Two areas in Bad Blood left me unsatisfied, however, neither of which can be blamed on the author. First, although Theranos was clearly on the verge of collapse when the book was published in May 2018, the story wasn't over; the company didn't shut its doors until August 2018 and legal action was still pending at of the end of 2018. I wanted the rest of the story and some sense of justice, but certainly that final chapter is years off. Secondly, I badly wanted to know if Holmes was a greedy sociopath or just a narcissist, either deliberately ignoring the potential harm she was causing others or simply living in her own reality. She wouldn't grant interviews, so we only get an outsider's sketch of her character, and good journalists don't speculate where no evidence exists – but I still wanted some clue as to why she felt her actions were reasonable.

Carreyrou's work has won many accolades; his Wall Street Journal articles on Theranos won the George Polk Award for Financial Reporting, and Bad Blood was awarded the Financial Times and McKinsey Business Book of the Year Award. It also appeared on many "best of" lists for 2018 - including BookBrowse's. My vote can be added; I certainly found it to be one of the finest non-fiction accounts I've read, and I highly recommend it to those interested in cautionary tales about the business world, or great non-fiction reads in general.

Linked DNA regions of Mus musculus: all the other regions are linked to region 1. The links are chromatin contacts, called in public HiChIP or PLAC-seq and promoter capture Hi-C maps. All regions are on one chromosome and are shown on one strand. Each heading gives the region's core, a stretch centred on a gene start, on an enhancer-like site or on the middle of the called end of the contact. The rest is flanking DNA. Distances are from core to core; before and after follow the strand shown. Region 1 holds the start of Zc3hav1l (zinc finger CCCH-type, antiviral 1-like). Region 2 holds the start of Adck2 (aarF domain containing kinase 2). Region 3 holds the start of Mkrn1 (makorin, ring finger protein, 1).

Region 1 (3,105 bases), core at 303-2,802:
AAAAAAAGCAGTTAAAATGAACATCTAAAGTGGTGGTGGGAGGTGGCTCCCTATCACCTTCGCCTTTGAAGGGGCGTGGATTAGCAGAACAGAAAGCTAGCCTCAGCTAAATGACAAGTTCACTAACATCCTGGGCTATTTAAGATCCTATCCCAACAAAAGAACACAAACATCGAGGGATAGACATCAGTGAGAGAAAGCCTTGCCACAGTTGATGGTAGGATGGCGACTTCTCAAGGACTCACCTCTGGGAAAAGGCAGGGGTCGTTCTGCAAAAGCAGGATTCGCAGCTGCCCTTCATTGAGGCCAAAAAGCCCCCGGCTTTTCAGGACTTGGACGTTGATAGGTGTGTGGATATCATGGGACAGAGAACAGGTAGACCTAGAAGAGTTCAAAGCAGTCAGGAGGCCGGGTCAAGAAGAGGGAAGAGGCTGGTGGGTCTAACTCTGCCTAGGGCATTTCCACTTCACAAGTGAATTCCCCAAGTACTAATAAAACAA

Reviewed by Kim Kovacs

This review was originally published in The BookBrowse Review in December 2018, and has been updated for the February 2020 edition. Click here to go to this issue.

This review is available to non-members for a limited time. For full access become a member today.
Membership Advantages
  • Reviews
  • "Beyond the Book" articles
  • Free books to read and review (US only)
  • Find books by time period, setting & theme
  • Read-alike suggestions by book and author
  • Book club discussions
  • and much more!
  • Just $12 for a year or $39 for 3 months
  • More about membership!

Support BookBrowse